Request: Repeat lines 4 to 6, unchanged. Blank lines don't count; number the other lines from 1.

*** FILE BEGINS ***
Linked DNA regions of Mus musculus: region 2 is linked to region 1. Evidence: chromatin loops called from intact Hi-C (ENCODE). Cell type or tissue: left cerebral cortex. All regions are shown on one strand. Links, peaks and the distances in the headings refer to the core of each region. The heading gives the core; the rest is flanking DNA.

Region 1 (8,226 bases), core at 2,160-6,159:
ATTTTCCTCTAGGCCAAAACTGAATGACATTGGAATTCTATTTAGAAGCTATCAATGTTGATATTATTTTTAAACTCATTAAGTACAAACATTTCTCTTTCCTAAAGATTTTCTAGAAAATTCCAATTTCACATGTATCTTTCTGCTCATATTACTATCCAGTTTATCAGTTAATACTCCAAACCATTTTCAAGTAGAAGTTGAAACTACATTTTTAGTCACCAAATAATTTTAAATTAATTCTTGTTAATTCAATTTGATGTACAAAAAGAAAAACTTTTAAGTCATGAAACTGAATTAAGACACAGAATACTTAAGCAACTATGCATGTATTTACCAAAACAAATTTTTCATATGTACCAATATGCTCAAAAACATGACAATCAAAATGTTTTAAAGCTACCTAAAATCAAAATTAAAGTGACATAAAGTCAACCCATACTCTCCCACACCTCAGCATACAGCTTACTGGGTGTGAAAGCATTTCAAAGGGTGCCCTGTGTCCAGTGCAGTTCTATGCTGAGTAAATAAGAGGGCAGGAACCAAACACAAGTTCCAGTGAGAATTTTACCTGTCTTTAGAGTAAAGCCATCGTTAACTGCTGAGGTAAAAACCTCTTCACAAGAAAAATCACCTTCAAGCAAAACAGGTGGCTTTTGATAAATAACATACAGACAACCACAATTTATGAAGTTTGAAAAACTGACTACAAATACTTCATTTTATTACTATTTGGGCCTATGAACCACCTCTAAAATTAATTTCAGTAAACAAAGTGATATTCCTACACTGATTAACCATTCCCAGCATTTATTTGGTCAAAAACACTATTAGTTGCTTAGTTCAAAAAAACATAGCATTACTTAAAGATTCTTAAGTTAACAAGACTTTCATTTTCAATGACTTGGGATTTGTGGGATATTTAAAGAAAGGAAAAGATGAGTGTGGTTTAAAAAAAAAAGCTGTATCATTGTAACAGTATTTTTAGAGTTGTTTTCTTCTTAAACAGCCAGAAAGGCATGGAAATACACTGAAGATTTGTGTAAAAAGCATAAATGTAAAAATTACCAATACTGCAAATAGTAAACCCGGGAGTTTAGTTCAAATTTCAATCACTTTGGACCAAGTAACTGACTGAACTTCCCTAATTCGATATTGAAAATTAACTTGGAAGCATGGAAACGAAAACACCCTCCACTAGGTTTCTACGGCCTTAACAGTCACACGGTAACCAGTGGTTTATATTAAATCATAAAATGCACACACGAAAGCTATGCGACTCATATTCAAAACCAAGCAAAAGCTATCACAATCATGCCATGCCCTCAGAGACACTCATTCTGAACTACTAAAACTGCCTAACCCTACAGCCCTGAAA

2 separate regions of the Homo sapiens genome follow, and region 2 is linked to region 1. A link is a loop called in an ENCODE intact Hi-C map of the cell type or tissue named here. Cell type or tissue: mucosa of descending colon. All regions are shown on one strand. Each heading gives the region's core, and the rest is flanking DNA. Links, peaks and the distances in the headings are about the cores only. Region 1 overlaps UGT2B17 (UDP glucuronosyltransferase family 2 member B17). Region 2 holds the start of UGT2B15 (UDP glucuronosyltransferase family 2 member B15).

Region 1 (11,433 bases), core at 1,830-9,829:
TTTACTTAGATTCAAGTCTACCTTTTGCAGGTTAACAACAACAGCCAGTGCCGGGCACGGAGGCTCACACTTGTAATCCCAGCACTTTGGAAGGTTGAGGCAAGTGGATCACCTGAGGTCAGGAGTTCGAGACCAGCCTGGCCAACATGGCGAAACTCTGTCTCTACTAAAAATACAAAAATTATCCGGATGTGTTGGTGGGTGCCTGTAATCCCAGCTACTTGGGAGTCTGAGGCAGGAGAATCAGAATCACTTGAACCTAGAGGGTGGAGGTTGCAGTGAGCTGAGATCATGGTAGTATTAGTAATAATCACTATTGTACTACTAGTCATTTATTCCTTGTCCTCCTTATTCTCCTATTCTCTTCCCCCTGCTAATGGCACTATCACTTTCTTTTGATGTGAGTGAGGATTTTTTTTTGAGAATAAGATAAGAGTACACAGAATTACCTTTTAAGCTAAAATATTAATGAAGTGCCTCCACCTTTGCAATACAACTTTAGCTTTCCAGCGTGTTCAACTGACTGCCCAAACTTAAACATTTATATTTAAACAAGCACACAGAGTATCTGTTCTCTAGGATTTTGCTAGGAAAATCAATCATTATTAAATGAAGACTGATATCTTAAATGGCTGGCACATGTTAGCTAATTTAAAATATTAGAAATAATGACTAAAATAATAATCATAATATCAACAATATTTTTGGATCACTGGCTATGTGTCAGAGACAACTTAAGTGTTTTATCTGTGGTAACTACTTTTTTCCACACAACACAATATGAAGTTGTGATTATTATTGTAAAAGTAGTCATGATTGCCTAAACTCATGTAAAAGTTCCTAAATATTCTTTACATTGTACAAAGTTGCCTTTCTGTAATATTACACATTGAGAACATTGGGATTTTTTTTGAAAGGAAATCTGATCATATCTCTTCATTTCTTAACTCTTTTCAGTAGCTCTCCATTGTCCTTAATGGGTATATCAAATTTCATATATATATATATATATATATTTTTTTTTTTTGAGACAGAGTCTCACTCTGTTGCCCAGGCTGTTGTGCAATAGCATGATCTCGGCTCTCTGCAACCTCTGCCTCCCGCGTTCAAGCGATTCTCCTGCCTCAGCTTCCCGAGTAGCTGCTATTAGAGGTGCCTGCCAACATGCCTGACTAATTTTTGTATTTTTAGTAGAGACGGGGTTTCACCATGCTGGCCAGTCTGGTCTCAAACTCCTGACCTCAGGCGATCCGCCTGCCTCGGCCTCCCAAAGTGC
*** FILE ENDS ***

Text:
2 separate regions of the Homo sapiens genome follow, and region 2 is linked to region 1. A link is a loop called in an ENCODE intact Hi-C map of the cell type or tissue named here. Cell type or tissue: mucosa of descending colon. All regions are shown on one strand. Each heading gives the region's core, and the rest is flanking DNA. Links, peaks and the distances in the headings are about the cores only. Region 1 overlaps UGT2B17 (UDP glucuronosyltransferase family 2 member B17). Region 2 holds the start of UGT2B15 (UDP glucuronosyltransferase family 2 member B15).

Region 1 (11,433 bases), core at 1,830-9,829:
TTTACTTAGATTCAAGTCTACCTTTTGCAGGTTAACAACAACAGCCAGTGCCGGGCACGGAGGCTCACACTTGTAATCCCAGCACTTTGGAAGGTTGAGGCAAGTGGATCACCTGAGGTCAGGAGTTCGAGACCAGCCTGGCCAACATGGCGAAACTCTGTCTCTACTAAAAATACAAAAATTATCCGGATGTGTTGGTGGGTGCCTGTAATCCCAGCTACTTGGGAGTCTGAGGCAGGAGAATCAGAATCACTTGAACCTAGAGGGTGGAGGTTGCAGTGAGCTGAGATCATGGTAGTATTAGTAATAATCACTATTGTACTACTAGTCATTTATTCCTTGTCCTCCTTATTCTCCTATTCTCTTCCCCCTGCTAATGGCACTATCACTTTCTTTTGATGTGAGTGAGGATTTTTTTTTGAGAATAAGATAAGAGTACACAGAATTACCTTTTAAGCTAAAATATTAATGAAGTGCCTCCACCTTTGCAATACAACTTTAGCTTTCCAGCGTGTTCAACTGACTGCCCAAACTTAAACATTTATATTTAAACAAGCACACAGAGTATCTGTTCTCTAGGATTTTGCTAGGAAAATCAATCATTATTAAATGAAGACTGATATCTTAAATGGCTGGCACATGTTAGCTAATTTAAAATATTAGAAATAATGACTAAAATAATAATCATAATATCAACAATATTTTTGGATCACTGGCTATGTGTCAGAGACAACTTAAGTGTTTTATCTGTGGTAACTACTTTTTTCCACACAACACAATATGAAGTTGTGATTATTATTGTAAAAGTAGTCATGATTGCCTAAACTCATGTAAAAGTTCCTAAATATTCTTTACATTGTACAAAGTTGCCTTTCTGTAATATTACACATTGAGAACATTGGGATTTTTTTTGAAAGGAAATCTGATCATATCTCTTCATTTCTTAACTCTTTTCAGTAGCTCTCCATTGTCCTTAATGGGTATATCAAATTTCATATATATATATATATATATATTTTTTTTTTTTGAGACAGAGTCTCACTCTGTTGCCCAGGCTGTTGTGCAATAGCATGATCTCGGCTCTCTGCAACCTCTGCCTCCCGCGTTCAAGCGATTCTCCTGCCTCAGCTTCCCGAGTAGCTGCTATTAGAGGTGCCTGCCAACATGCCTGACTAATTTTTGTATTTTTAGTAGAGACGGGGTTTCACCATGCTGGCCAGTCTGGTCTCAAACTCCTGACCTCAGGCGATCCGCCTGCCTCGGCCTCCCAAAGTGC